10 Benefits of Youth Sports

By Janis Meredith | Posted 3/2/2020

Young people that participate in sports are less likely to engage in risky behaviors such as smoking, drugs, sex and criminal activity. Studies have shown reduced crime rates in areas with sports-based youth development initiatives. Those facts alone should be enough for parents to encourage their kids to play sports. But there’s more, so much more, that youth sports offer children.

  1. It teaches kids how to handle the mistakes they make and how to learn from them.
  2. Sports teach children the importance of teamwork, a lesson they will need later in life in the workplace, home and community.
  3. In youth sports, kids can learn how to be leaders. If the coach and the league see this as a goal and are intentional about teaching leadership qualities and skills, they will make a major impact on tomorrow’s leaders.
  4. Sports teach discipline—time management, playing according to rules, and working hard even when they do not feel like it. Kids can learn the value of being prepared.
  5. Sports teach kids how to deal with criticism and adversity, and how to get along with difficult people, whether it’s a coach or a teammate.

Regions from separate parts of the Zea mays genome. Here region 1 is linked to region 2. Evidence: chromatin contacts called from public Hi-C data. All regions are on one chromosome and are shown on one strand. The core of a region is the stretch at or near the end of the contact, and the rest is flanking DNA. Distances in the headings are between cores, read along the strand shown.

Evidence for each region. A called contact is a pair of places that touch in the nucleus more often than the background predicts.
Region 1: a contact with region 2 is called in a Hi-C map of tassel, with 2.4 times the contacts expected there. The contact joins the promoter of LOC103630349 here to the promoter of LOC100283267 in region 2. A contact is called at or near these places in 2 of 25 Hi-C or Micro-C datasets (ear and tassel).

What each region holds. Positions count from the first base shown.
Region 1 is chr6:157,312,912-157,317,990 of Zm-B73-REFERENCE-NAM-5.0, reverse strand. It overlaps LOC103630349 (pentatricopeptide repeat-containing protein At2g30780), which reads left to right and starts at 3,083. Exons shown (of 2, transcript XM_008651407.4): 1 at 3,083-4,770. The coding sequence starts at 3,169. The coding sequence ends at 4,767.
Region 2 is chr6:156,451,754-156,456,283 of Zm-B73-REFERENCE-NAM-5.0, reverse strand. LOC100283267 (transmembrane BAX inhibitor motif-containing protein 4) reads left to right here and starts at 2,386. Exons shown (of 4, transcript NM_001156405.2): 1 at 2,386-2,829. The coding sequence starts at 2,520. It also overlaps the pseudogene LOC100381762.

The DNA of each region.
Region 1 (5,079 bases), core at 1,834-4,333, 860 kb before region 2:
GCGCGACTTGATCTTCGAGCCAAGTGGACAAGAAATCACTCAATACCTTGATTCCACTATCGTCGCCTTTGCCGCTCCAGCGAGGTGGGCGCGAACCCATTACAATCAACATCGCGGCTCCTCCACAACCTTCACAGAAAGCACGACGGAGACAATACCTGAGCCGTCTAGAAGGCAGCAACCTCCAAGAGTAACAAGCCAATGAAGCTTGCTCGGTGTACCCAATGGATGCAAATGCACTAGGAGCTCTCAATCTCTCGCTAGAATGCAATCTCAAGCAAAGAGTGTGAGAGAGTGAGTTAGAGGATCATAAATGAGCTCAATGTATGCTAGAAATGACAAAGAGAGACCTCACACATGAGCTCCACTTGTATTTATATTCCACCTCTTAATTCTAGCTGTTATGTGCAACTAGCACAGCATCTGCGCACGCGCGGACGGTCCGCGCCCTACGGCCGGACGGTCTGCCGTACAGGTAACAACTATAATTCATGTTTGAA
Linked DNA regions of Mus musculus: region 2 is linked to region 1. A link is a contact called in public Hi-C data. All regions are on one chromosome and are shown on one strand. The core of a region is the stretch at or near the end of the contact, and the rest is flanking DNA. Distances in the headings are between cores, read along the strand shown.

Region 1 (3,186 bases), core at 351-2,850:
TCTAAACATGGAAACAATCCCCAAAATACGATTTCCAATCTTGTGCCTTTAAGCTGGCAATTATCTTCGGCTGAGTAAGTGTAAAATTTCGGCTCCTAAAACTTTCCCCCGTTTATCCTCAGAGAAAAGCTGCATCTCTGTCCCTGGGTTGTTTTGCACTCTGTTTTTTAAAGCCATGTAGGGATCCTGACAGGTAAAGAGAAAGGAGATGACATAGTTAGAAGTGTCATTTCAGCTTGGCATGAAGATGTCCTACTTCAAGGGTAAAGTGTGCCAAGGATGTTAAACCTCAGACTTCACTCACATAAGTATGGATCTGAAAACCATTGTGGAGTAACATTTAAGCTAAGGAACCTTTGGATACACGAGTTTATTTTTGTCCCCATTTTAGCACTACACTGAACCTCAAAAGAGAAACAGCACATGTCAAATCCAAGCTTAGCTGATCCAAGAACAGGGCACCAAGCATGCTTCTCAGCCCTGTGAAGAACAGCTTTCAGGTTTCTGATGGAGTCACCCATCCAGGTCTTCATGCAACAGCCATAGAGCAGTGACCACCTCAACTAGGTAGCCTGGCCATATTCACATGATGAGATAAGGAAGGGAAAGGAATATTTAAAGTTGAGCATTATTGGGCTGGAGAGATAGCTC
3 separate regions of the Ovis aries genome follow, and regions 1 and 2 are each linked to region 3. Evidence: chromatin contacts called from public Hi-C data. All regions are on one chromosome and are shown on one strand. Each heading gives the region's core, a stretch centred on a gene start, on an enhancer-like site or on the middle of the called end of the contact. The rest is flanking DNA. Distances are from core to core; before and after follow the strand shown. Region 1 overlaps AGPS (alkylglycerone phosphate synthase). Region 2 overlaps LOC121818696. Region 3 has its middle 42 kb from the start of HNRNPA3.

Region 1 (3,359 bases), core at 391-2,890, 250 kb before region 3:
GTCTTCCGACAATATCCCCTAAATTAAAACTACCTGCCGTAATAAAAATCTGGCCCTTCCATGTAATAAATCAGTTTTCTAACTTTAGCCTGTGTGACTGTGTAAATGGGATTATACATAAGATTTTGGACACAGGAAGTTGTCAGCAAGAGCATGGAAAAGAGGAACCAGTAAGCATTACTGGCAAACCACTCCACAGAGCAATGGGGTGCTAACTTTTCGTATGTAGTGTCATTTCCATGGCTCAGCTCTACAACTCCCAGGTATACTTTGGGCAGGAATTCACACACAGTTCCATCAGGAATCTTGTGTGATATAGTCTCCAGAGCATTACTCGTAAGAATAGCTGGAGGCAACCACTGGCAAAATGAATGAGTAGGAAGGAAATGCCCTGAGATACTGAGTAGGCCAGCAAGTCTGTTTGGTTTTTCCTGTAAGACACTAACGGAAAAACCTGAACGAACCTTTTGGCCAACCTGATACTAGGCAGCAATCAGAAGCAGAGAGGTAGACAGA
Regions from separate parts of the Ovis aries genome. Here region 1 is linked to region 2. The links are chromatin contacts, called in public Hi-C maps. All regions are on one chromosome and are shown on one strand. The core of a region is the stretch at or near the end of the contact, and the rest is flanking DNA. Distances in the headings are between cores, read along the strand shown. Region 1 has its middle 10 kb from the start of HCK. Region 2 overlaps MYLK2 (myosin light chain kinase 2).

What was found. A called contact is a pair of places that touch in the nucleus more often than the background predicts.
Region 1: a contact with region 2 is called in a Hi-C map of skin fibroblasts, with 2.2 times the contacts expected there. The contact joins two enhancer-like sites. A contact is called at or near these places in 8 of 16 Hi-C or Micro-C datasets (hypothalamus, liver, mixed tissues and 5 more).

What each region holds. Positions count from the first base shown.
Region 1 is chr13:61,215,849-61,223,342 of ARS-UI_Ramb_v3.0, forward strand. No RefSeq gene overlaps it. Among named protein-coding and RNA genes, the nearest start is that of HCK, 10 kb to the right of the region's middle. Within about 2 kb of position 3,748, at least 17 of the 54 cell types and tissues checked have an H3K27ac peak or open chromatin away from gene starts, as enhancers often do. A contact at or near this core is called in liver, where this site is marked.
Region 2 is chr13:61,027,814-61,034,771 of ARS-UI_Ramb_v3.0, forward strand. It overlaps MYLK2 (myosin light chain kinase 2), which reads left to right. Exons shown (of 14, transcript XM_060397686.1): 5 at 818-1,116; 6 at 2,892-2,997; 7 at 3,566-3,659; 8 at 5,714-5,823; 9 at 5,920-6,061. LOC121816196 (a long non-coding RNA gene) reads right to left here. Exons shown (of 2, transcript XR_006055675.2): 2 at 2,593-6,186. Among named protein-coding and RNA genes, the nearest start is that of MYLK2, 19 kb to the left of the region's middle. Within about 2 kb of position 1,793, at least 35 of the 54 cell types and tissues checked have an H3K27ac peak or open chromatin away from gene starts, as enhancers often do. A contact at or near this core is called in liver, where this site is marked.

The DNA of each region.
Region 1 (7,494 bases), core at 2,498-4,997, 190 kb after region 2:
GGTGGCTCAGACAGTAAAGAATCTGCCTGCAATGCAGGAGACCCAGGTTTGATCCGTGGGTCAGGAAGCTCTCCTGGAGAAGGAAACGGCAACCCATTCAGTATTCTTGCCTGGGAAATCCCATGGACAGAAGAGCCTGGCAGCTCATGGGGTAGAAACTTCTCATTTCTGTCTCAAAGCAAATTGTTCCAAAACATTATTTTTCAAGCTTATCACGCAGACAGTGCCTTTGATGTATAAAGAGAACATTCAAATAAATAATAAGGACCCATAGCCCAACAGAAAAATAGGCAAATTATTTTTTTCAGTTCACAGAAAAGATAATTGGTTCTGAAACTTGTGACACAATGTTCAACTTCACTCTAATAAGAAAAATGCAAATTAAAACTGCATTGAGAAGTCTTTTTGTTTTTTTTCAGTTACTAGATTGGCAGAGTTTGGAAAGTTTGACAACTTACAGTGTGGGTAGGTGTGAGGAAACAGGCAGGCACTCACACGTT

6. They help prevent drug and alcohol abuse. Most athletes want to keep their bodies healthy so they can perform better. If they are educated on the dangers of drugs and alcohol and the negative effect they can have on their bodies, they are more likely to abstain. Being an athlete also gives kids an acceptable reason for saying no to drugs, booze and other high-risk, unhealthy behavior.
  7. Many athletes do better academically. They have a reason to keep their grades up and they are forced to manage their time better to get their homework done.
  8. Obviously, physical activity in sports helps kids stay fit and maintain a healthy weight. Hopefully, the love for fitness will keep them exercising for life.
  9. Kids who participate in sports are less likely to become smokers and they lower their risk for heart disease and diabetes down the road.
  10. Youth sports can help develop a child’s self-esteem and confidence. Coaches and parents play a huge role in facilitating this.

According to the Institute for the Study of Youth Sports at Michigan State University, youth sports offer health, psychological and social benefits. Paul Caccamo, a Harvard graduate, explains that “sports are more than a game; they are a set of life lessons. Kids growing up without them are really disadvantaged.”

Janis Meredith is a family life coach who wants to help all parents raise champions. You can find out more at rcfamilies.com.


USA Football's new model for youth football is designed to make the game safer by reducing contact and by teaching the game based on an athlete's age, the skill they are learning and game type.